Let’s face it: Despite all the technology at our fingertips, scheduling and planning meetings is still a pain in the neck. Nobody can agree on where to meet or when. When meetings do get scheduled, people forget or show up unprepared. You’d think we could do better.
Using your Mac, iPhone and the Web, of course, you can, but you have to use them right. Here are four tricks I’ve learned that use technology to plan meetings better.
Automate the meeting confirmation
Quite often, meetings I attend are set far in advance. This sometimes results in plans changing or people forgetting. I try to avoid these problems by sending out meeting confirmations the day before. Every day, I look at any meetings I’ve got set for the next day and send out emails to all the participants.
Typing out these confirmations every day quickly grew tiresome, so I automated it with a fill-in TextExpander snippet. When I type
meetingconfirm in an email window, TextExpander creates a custom email message that lets me fill in the recipient name, meeting agenda points, and anticipated length. It is a great way to remind everyone of the meeting and what we intend to accomplish. It also makes me look scary-organized.
Don’t be afraid to use alarms
Built in to Calendar on both the Mac and iOS is the ability to set alarms for events. Use these often. I set alarms for nearly every appointment I attend. This way, I don’t have to deal with the mental overhead of remembering to leave; my technology will do it for me.
When setting alarms, think about including time for meeting preparation. If you need 45 minutes to get ready for an important meeting, set the alarm appropriately. Also, if you are going to spend a lot of time preparing for a meeting, set a second alarm for when the meeting begins or when you need to leave if there is travel time involved, so you don’t get so absorbed in preparations that you miss the meeting itself.
Reserve time for hypothetical meetings
There is a certain dance that goes on between people trying to set a meeting via email that makes me crazy:
David to Hans: “Let’s do lunch”
Hans to David: “Great. When is good?”
David to Hans: “I’m not sure. You go first.”
Hans to David: “I’ve got some time next week.”
David to Hans: “How about Tuesday at noon.”
Hans to David: “That doesn’t work. Give me another day.”
This just goes on and on. Instead, when I’m setting a meeting with a single person, I write and say, “Let’s have lunch together. How about next Wednesday at Cardiac’s House of Cheese at 11:45AM?” By putting not only the idea of lunch in the first email but also the details, I’m usually able to cut out a lot of later email traffic. The surprising thing is that most people accept my proposal in their very first reply.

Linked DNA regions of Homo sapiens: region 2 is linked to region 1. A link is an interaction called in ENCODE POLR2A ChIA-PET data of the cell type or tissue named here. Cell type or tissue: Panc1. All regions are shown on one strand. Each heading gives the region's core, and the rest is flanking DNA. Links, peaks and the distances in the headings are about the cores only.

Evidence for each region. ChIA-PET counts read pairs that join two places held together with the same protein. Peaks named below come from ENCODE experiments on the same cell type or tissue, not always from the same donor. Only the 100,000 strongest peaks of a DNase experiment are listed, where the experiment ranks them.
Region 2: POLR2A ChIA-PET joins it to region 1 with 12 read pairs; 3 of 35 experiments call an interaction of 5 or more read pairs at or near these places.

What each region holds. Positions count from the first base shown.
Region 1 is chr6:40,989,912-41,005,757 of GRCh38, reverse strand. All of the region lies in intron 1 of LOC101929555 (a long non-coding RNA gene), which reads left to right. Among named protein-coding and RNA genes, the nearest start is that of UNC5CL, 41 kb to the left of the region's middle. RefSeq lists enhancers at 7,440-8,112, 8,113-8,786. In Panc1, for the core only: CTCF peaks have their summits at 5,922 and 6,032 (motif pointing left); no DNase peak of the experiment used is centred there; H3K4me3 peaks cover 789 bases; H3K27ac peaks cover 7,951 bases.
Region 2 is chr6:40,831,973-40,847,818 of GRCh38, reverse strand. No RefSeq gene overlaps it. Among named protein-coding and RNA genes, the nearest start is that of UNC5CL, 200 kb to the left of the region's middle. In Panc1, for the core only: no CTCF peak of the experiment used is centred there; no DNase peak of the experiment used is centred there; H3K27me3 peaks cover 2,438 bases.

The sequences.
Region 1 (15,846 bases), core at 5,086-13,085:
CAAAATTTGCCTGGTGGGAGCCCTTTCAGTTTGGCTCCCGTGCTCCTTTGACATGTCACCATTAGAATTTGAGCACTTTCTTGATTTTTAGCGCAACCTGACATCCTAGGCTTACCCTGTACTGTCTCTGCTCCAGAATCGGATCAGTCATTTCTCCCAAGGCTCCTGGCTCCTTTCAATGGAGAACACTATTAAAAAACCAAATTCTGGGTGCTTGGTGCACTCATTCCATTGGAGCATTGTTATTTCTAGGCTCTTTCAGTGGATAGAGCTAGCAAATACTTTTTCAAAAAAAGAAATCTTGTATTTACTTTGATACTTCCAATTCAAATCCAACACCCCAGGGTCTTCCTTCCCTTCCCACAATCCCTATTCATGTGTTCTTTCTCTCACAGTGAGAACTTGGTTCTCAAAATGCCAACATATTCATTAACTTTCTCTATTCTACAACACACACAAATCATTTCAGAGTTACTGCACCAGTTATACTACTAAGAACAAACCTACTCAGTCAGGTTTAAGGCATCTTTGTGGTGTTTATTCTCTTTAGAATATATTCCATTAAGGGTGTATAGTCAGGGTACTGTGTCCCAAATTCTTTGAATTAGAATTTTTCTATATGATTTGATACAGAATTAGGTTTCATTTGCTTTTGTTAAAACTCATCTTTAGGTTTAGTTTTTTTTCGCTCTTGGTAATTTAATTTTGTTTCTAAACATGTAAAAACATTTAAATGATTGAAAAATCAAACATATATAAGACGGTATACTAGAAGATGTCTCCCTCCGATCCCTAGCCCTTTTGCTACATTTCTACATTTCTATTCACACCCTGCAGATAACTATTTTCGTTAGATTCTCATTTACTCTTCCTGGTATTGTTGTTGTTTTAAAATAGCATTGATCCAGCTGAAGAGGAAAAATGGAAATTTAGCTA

Another trick I use is to immediately save the proposed meeting time when I send out that first email. That way, I don’t schedule some other meeting at that time while I’m waiting to hear back. For these hypothetical meeting times, I put a question mark in front of the event name. Later, when I’m looking at my calendar I’ll know exactly which events are booked and which are still hypothetical by the existence of that question mark. If the other person writes back and accepts, I remove the question mark. If the person declines, I delete the event.
Use the web to set a big meeting
Every time I receive one of those emails sent to six people asking to set a meeting, I cringe inside. I know that for the next week I’m going to see a seemingly endless stream of emails that say something like, “I know Tuesday at 10:00 a.m. works for everyone but I’ve got a basket-weaving class at that time so looks like we are back to the drawing board.”
Setting a meeting with a group of people via email feels a lot like herding cats in a room full of mice. Instead, use an online meeting-planning site to do it for you.
My favorite is Doodle.com. Doodle lets you, as the meeting organizer, set several potential blocks of time aside for a meeting. Doodle then will either send emails to the meeting participants for you or give you a link you can send out yourself. The meeting participants can then log on to Doodle and pick which of those blocks are available to them. When everyone is done, you will know exactly when everyone is available. This works so well (and I dislike endless meeting-setting emails so much) that I even set up Doodle events for other people’s group meetings that I’m invited to, just to avoid the grief.
These techniques won’t get rid of every meeting headache. But they will make the whole process a whole lot smoother.